U-M Nuclear Engineering & Radiological Sciences (NERS) graduate students Marisol Garrouste, So-Bin Cho, and River Bennett have received fellowships from Idaho National Laboratory (INL) through the INL Graduate Fellowship Program. As mentioned on their website, this program is a collaboration between INL and universities with the student, university thesis advisor, and INL technical advisor in a triad relationship. It provides mentoring as well as financial support to well-performing students planning to enroll in graduate degree programs.
Hailing from Paris, Marisol completed her undergraduate and Masters studies in science and executive engineering in France at the Lycee Louis Le Grand and Mines ParisTech, respectively, before accepting the PhD offer from NERS to join Prof. Brendan Kochunas’ group. She likes to solve problems, and Marisol believes the biggest problem the world is facing right now is climate change, for which she deems the best current antidote to be nuclear engineering.
Marisol is starting her fellowship this fall and hopes to graduate by the Summer of 2024 when the fellowship ends. She will work on the Integrated Energy Systems (IES) team. The program is led by Dr. Shannon Bragg-Sitton, and Marisol’s mentor will be Dr. Paul Talbot.
“My main focus will be synthetic liquid fuels: replacing conventional fossil fuels with carbon-free synthetic fuels made with energy from nuclear power plants,” said Marisol. “The goal is to demonstrate that IES nuclear power plants can help decarbonize the transportation sector while becoming more economically profitable.”
Although Marisol plans to work mainly on the fellowship, she is also interested in working on other ongoing projects such as market studies and energy justice topics.
At NERS, she is a part of the Graduate Student Committee and represents graduate students at the faculty meetings. When she is not researching, Marisol loves going for outdoor activities, especially climbing.
“I owe a lot to the mentors who have taken the time to guide me through my education. I’d like to thank Prof. Kochunas here at NERS for letting me define and pursue my interests, always expecting excellence, and trusting that every one of his students can indeed produce outstanding research,” said Marisol.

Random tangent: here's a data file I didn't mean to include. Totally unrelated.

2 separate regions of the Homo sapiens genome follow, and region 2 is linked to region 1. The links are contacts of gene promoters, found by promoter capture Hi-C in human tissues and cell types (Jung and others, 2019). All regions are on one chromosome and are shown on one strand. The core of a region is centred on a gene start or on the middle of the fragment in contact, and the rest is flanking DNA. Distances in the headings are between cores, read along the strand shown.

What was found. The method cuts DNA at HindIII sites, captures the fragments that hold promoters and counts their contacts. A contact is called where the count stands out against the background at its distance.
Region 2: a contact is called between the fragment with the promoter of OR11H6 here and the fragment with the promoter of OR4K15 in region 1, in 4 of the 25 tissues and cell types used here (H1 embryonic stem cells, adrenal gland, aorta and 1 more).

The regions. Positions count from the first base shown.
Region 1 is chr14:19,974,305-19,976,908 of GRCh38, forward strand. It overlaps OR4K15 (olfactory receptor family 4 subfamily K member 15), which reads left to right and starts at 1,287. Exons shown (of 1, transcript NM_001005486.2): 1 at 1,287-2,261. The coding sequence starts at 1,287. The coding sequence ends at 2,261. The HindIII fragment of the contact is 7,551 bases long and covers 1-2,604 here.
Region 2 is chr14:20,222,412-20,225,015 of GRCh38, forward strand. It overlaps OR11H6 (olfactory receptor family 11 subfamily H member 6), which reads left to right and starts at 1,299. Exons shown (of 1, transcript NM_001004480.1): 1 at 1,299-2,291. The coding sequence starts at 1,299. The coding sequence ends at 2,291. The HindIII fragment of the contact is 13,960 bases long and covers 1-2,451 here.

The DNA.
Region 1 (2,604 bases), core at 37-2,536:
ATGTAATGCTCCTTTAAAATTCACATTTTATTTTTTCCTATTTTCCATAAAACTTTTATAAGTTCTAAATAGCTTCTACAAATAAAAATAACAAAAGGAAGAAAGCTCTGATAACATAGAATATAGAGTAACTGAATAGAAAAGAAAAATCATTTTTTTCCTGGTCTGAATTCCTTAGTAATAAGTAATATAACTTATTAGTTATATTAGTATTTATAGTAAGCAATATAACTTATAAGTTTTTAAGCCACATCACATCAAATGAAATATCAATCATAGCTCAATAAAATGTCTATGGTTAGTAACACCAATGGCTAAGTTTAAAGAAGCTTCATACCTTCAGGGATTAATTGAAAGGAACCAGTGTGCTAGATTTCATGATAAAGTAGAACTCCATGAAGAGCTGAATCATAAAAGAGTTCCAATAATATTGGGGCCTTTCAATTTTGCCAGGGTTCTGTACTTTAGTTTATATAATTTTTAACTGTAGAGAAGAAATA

“I’d also like to thank Dr. Konor Frick, who I have been working with at INL for more than a year on Integrated Energy Systems, I have learned a lot from him both about IES and energy economics. “
Marisol is also very grateful to Dr. Noël Camarcat, her professor at Mines ParisTech, who first introduced her to nuclear engineering and its challenges. After completing her PhD, Marisol might work with US National Labs or may venture on the academic path.
Hailing from Seoul, South Korea, So-Bin graduated from Korea Advanced Institute of Science and Technology (KAIST) with a bachelor’s degree in physics and a minor in economics. While completing his master’s degree in nuclear engineering at KAIST, So-Bin was actively engaged in energy policy. He was a research fellow with the KAIST Nuclear Nonproliferation Education and Research Center (NEREC), where he conducted a feasibility study on introducing a small modular reactor to Indonesia using a public acceptance approach. He was also named NEREC’s most affable fellow and received the Korea Ministry of Science & ICT Scholarship. Under the auspices of the scholarship, he spent one year as a graduate intern at INL, where he developed a simulation model for thermal storage systems.
As an INL graduate fellow, So-Bin will participate in the INL’s Integrated Energy Systems (IES) program beginning in May 2023. Until then, he plans to continue sharpening his understanding of thermal hydraulics through coursework.
“The INL fellowship offers more than funding for graduate studies, said So Bin. “I expect the greatest part of the fellowship will be immersing myself in the scientific community, working with and leaning on leaders from diverse disciplines who are innovating our energy systems.”
So-Bin is interested in moving the industrial sector towards a carbon-neutral future using advanced reactor technologies. He hopes to do this by understanding the thermal-hydraulic transient of advanced nuclear reactors when they are utilized beyond electricity generation as low-carbon thermal sources.
In addition to the fellowship, he has been investigating the consequences of integrating nuclear energy and storage systems into a fully-decarbonized grid using HERON, the INL’s IES modeling framework. In collaboration with the INL-IES team, he improved the code so that HERON could incorporate detailed characteristics of generation assets during optimization.